All Look Same, Especially When You Don’t Know What You’re Looking For

You’ve heard it before: All Look Same. This isn’t just some racist joke kids taunt on playgrounds, pulling the corners of their eyes and putting on unmistakably Asian accent. It’s actually a psychological phenomena known as Out-of-Group Homogeneity, and paired with the Cross-Race Effect, it explains why folks struggle to differentiate people outside of their own race. Essentially, interracial interactions are based on features only, while intraracial interactions are holistic–you literally take the person at face value if they’re outside your race, but if they’re within your race you see them as a whole, individual person. So it’s not an inherently racist statement, and it leads us to consider the larger psychological basis for mixing up people of the same race or even racial profiling.

So you’re an average New Yorker wasting time on your phone when you get this emergency alert.

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Via The Verge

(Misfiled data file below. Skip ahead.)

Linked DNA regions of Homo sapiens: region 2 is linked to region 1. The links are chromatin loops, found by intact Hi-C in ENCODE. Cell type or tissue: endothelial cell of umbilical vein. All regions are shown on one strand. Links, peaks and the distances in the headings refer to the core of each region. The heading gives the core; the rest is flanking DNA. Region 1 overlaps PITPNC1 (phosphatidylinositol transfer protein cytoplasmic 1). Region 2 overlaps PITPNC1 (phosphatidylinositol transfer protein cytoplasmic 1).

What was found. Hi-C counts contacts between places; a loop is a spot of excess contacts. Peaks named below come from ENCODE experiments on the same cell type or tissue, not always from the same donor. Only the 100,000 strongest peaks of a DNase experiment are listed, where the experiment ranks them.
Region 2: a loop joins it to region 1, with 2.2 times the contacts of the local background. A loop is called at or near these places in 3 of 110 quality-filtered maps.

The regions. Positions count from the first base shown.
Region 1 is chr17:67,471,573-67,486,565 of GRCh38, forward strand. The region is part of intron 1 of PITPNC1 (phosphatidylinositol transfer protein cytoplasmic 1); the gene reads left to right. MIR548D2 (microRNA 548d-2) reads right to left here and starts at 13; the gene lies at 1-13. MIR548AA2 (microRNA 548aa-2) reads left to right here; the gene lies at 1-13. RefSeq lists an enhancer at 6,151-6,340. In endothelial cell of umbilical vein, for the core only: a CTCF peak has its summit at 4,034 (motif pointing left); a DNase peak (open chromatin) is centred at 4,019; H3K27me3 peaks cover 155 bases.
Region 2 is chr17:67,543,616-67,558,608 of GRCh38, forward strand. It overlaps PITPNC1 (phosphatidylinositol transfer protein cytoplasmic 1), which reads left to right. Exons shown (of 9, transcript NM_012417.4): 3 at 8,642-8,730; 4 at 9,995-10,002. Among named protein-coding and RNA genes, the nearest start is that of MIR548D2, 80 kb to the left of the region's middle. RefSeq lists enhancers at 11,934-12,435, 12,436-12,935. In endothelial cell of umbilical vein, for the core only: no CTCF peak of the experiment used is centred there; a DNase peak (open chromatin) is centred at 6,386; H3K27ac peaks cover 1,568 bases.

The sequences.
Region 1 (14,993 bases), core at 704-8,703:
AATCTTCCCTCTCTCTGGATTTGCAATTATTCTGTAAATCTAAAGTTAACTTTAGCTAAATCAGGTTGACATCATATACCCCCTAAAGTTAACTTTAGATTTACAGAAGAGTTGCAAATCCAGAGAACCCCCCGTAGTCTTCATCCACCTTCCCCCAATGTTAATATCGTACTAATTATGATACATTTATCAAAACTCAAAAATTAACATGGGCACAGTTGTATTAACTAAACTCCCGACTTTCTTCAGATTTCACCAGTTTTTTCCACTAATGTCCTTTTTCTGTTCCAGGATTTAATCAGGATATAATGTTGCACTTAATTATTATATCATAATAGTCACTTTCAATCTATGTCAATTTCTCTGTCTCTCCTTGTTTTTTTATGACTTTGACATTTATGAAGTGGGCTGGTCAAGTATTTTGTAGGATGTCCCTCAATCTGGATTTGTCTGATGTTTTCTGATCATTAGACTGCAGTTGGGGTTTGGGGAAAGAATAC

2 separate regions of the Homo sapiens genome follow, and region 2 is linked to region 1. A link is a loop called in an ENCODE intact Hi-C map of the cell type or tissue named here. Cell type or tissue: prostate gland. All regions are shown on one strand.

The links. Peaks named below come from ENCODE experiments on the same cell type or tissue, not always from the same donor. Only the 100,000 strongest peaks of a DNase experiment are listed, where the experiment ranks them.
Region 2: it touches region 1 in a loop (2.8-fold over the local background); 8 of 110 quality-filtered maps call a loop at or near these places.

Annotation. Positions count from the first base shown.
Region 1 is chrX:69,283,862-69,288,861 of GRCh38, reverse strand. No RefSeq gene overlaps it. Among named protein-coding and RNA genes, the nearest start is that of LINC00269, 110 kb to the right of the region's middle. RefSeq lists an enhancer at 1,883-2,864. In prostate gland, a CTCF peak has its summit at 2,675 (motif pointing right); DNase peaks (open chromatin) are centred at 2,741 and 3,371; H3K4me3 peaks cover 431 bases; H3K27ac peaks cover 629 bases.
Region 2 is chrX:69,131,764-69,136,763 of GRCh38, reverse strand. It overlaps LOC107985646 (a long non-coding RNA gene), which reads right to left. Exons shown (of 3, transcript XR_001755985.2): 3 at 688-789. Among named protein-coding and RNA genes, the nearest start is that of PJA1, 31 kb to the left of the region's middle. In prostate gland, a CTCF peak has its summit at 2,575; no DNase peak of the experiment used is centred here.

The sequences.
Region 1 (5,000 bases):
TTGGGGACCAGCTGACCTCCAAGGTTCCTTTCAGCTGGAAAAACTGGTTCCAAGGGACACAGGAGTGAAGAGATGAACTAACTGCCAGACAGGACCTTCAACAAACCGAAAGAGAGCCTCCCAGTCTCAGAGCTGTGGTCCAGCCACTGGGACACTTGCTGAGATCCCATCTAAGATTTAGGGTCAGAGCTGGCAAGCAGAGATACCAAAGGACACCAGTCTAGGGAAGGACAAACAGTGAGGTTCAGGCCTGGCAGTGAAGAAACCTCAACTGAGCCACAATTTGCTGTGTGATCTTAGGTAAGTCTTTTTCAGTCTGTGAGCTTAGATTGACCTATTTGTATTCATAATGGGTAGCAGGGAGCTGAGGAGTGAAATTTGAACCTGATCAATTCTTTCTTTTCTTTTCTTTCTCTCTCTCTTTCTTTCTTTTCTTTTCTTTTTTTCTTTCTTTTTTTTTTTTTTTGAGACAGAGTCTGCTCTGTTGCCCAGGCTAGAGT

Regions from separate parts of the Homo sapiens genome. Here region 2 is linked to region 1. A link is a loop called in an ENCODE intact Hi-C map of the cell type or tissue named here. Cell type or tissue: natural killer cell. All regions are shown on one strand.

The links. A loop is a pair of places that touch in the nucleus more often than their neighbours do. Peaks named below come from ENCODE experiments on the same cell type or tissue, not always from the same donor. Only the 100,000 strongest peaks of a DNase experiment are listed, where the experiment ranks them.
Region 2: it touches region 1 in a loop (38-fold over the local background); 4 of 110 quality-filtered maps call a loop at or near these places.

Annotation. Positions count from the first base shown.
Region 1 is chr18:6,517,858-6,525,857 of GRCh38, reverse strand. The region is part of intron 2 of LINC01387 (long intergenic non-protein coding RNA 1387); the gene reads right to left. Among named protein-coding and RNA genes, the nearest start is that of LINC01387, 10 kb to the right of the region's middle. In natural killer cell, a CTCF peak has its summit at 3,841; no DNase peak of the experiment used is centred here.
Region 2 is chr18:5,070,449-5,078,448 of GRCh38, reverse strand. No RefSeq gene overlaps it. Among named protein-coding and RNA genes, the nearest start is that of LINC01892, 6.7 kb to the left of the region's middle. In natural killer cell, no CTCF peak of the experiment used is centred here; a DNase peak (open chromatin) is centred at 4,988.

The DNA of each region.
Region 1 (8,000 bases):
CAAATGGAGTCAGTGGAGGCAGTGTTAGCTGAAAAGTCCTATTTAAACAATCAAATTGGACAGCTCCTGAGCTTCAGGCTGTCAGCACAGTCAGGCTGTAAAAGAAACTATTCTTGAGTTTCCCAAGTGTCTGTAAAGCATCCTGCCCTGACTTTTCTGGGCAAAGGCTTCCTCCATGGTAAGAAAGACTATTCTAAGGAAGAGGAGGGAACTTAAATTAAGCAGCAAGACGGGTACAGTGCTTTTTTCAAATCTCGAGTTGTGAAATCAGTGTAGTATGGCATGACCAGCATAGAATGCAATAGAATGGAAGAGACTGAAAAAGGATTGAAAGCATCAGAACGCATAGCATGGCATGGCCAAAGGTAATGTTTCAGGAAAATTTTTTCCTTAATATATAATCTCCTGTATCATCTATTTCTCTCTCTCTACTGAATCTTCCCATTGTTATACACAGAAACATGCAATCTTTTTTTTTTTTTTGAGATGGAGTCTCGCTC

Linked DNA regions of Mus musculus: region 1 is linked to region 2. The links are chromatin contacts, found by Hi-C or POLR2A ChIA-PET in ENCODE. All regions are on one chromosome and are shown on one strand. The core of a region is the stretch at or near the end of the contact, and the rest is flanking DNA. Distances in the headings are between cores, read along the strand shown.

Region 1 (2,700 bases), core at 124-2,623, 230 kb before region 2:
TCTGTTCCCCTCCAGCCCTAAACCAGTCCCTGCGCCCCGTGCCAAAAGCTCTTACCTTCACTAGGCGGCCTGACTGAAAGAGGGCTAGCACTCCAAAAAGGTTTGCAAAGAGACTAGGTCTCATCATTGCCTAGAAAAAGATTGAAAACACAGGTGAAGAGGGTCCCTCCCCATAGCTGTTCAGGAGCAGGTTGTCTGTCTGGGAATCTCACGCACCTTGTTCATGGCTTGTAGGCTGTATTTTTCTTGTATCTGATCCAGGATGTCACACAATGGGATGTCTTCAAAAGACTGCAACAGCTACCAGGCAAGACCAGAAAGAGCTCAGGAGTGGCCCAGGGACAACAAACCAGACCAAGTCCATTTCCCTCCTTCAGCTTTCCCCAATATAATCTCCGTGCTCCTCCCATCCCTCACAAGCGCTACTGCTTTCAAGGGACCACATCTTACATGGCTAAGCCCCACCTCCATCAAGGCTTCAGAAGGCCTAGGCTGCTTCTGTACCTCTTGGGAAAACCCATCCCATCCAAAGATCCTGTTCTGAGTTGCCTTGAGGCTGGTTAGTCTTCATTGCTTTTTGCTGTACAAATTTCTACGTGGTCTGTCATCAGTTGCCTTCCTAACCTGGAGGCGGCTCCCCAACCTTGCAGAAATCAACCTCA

Note that there was no photo attached, so New Yorkers needed to look up images on their own time. Images have flooded the media now, but initially, there weren’t too many photos available and so citizens were left with nothing but an Arab-sounding name and an age. (Fun fact, another result of the Cross-Race Effect is that people struggle to accurately guess the age of folks of different races! So the odds of someone accurately determining Rahami’s age based on a picture are somewhat slim.)

Various media outlets have already chimed in noting that this alert may have lead to citizens racially profiling their brown neighbors. Jessica Lachenal of The Mary Sue wrote that,

“By sending out an alert like this, which lacks critical context and information, people are left with only their imagination and previous biases to judge who “Ahmad Khan Rahami” might be. In a single moment, suddenly everybody who appears to be Muslim and/or Middle Eastern becomes a suspect.”

Lachenal cites the aftermath of the Boston Marathon bombing, when Sunil Tripathi was mistaken for Dzhokhar Tsarnaev. The Daily Beast ran a story on his family in April of 2015, check it out here. People searched incessantly for Tripathi, who didn’t show up, primarily because he was dead. He’d killed himself a month before the bombings even happened.

Let’s be clear: police were able to apprehend Rahami because a citizen saw him and called for help. But when we consider the number of young black men stopped (and arrested or killed) because they matched the brief description of a suspect, we can understand why an emergency alert with a lack of details is concerning.

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